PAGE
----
I have been angry since May. Strike that. I have been in a rage. I have watched the nation politicize the health and well-being of its citizens, politicize equal rights, and I reached a boiling point and have stayed there. I could possibly write a book over all of my feelings at this point, but for the purposes of this post I am going to focus on one topic: the rising numbers of infected people and the opening of schools.
My feelings on this matter are simple. Opening schools amid rising infection rates is a guaranteed death sentence. Some teachers will die. Some support staff will die. Worst of all, some students will die. Some teachers and staff and students will be infected and survive but have debilitating after-effects; coronavirus attacks the lungs, heart, brain, and immune system. Nick Cordero, the Broadway star whom Covid recently killed after a three month battle, had already lost a leg due to the virus before he died. Corona isn't the Spanish Flu. Corona is Polio. Even survival doesn't mean full recovery--it can mean a lifetime of disability.
And I lay these results at your feet, decision makers. School boards. State education boards. Anyone who could be stepping in--should be stepping in--to stop schools from opening, but would prefer to play politics and please both sides. Sometimes there aren't two sides. This is murder. Every life lost because you would rather please the people than make the right decision will be your fault. Every child hospitalized will owe their isolation and terror to you.
But that is not all I lay at your feet. Trauma and anxiety, the fear of attending school and bringing this epidemic back home to vulnerable siblings, parents, grandparents, I also lay at your feet. If a student infects their immuno-compromised mother, brother, grandfather, the student suffers a traumatic event. Are you prepared to provide the counseling students, teachers, and staff will need? Every aspect of school will remind students that they are in danger, every section of school will be regimented.
Inequitable access is your fault, too. Instead of insisting we return to school when the danger is so obvious, this time could be spent solving the problem of access for all. Funneling money towards 1:1 devices instead of new desk dividers. Devising an action plan for contacting and even visiting and equipping households with less engagement last year to make sure they have the tools and knowledge they need to be successful this year. When we inevitably revert to online classes due to opening schools too soon and the deaths that will be soon to follow, you will have provided no help to those families and they will be in the same place they were before.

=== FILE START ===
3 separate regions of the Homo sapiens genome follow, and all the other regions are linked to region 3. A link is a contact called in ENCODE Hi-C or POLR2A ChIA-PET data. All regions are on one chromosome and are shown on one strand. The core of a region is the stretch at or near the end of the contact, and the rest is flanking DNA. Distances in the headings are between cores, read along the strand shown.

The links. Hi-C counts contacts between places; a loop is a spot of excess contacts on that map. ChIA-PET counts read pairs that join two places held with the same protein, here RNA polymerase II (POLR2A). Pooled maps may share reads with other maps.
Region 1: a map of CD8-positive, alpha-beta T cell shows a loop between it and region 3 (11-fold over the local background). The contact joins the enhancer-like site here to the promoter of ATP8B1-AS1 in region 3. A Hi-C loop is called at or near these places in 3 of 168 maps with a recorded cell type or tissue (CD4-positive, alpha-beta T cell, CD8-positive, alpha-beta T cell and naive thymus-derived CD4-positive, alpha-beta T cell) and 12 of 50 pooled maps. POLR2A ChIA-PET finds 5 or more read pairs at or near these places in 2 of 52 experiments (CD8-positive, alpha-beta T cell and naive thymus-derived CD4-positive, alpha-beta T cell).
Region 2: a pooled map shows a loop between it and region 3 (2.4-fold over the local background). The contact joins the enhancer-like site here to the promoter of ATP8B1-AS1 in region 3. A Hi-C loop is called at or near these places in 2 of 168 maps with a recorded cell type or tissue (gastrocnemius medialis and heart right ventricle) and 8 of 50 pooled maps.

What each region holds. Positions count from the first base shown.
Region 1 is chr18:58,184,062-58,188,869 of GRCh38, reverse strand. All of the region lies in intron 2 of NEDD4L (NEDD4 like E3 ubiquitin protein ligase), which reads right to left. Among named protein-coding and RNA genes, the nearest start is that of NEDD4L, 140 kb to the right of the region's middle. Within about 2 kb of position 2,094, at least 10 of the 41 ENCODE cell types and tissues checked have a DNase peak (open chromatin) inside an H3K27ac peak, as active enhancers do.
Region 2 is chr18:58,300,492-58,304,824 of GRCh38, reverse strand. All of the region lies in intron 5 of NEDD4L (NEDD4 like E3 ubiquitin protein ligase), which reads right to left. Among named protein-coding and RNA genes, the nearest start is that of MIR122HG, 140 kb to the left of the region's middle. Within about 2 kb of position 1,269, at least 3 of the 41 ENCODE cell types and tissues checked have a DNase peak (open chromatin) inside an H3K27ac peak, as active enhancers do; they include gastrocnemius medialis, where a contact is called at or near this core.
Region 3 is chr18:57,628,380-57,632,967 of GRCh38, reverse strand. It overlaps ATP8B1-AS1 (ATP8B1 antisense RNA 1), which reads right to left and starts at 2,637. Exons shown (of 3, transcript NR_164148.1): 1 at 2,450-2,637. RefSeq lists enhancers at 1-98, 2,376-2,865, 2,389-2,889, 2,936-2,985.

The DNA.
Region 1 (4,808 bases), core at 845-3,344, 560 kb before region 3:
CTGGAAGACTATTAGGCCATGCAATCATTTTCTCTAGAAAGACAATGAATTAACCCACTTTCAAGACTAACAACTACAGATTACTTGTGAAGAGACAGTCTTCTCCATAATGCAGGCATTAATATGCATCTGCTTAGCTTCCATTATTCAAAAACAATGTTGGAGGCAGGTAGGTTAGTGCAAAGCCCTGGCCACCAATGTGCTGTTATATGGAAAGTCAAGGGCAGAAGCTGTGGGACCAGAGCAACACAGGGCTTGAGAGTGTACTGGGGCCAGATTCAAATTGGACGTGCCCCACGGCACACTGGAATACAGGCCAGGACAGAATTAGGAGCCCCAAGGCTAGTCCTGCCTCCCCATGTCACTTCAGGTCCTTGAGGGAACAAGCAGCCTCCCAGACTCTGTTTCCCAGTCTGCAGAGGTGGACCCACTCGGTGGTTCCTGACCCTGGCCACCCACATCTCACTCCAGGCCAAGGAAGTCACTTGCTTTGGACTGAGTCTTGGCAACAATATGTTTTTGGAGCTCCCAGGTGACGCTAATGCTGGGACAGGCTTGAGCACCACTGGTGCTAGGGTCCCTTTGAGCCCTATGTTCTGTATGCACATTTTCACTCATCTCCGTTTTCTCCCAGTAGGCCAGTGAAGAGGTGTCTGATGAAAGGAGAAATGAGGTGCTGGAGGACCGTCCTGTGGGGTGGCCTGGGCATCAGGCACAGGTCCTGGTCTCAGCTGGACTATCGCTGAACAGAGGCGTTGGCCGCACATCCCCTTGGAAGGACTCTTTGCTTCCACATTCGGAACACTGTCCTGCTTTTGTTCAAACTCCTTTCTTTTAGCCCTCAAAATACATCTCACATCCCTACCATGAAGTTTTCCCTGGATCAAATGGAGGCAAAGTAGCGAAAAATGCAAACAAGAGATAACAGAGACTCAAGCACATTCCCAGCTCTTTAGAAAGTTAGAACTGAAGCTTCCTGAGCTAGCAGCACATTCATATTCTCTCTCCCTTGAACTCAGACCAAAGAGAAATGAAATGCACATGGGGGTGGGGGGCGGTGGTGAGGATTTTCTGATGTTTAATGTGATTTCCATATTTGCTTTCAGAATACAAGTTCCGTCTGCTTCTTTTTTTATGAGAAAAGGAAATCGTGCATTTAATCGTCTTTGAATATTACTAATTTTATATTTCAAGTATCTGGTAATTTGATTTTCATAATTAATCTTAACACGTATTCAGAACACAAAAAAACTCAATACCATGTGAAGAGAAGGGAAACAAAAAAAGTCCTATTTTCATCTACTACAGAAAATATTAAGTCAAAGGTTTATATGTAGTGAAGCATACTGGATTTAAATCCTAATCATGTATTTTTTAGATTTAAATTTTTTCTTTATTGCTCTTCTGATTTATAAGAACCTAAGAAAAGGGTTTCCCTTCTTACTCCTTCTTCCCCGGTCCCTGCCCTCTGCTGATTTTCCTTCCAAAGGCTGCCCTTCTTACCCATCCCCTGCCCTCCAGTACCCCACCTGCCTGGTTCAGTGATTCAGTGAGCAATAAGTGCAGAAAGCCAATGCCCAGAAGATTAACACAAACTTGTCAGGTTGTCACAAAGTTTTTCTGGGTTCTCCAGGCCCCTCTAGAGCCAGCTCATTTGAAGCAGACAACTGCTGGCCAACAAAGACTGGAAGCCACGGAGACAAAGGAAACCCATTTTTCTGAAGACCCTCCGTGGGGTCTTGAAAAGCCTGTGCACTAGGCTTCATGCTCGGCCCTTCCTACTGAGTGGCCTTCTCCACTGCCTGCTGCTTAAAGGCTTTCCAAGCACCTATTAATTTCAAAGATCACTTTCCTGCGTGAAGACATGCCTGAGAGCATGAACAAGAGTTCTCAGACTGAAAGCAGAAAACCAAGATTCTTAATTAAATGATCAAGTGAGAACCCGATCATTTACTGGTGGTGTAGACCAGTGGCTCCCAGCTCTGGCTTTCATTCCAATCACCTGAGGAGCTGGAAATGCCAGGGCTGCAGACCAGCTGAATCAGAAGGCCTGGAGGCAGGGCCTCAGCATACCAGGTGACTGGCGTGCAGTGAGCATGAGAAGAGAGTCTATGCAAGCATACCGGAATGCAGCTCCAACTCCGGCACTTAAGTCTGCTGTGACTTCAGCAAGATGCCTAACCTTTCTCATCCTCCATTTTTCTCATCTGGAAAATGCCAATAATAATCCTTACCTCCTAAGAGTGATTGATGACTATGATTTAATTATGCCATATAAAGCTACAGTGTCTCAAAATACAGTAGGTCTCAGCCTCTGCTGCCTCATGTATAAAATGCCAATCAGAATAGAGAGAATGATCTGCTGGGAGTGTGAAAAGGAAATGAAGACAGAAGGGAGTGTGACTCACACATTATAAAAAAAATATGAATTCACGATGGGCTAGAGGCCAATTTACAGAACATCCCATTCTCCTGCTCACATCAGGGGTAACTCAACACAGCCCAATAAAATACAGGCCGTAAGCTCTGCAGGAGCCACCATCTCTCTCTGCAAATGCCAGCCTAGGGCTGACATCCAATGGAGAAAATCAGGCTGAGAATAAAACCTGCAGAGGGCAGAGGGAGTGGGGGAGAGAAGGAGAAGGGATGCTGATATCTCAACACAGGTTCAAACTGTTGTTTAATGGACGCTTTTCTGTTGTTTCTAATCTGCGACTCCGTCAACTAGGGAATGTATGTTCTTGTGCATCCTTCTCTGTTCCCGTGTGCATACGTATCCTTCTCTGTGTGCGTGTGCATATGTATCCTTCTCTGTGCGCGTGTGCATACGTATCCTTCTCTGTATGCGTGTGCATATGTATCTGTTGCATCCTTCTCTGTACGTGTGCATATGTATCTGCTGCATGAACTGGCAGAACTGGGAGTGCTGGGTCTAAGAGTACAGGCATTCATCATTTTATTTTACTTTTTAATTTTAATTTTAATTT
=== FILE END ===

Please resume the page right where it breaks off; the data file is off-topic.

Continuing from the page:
Finally, when we revert, since it will again be sudden, teachers will again be forced to change modes suddenly, and lesson plans will have to adjust suddenly, instead of being planned meticulously for an online curriculum, which would be the ideal. You could allow teachers a month or more of real preparation for online teaching and quality instruction, but instead you are choosing to put us in the same position that befell us in March--except in March no one could blame you. This time you are choosing it.
Decision makers, school boards, state boards, national boards. You are choosing poor instruction. You are providing inequitable access. You are causing mental trauma. And you are killing people. Don't open schools because you choose politics over people during a pandemic.
A pandemic shouldn't be political.
It's that simple.
Monday, July 6, 2020
Where do I start with this? Right now it is cool for a summer evening on account of the storms that are rolling through. The sun is setting within an hour and I am sitting at my computer with a bottle of water playing video games and writing this post. I have dogs at my feet and cats in the cat tree behind me. Sounds like an excellent evening. And yet, I am terrified.
To say that I did well during quarantine is an understatement. I am a solid introvert and in addition to chronic conditions like asthma and extra bones, I have both generalised and social anxiety. And... to just add a big ole cherry to that, I broke my foot severely in the fall and hadn't been able to walk for 6 months. Quarantine allowed my foot to heal, gave my anxiety fried nerves much needed rest, and allowed me to reset myself. I haven't had a really bad panic attack since February/early March. And yet, I am terrified.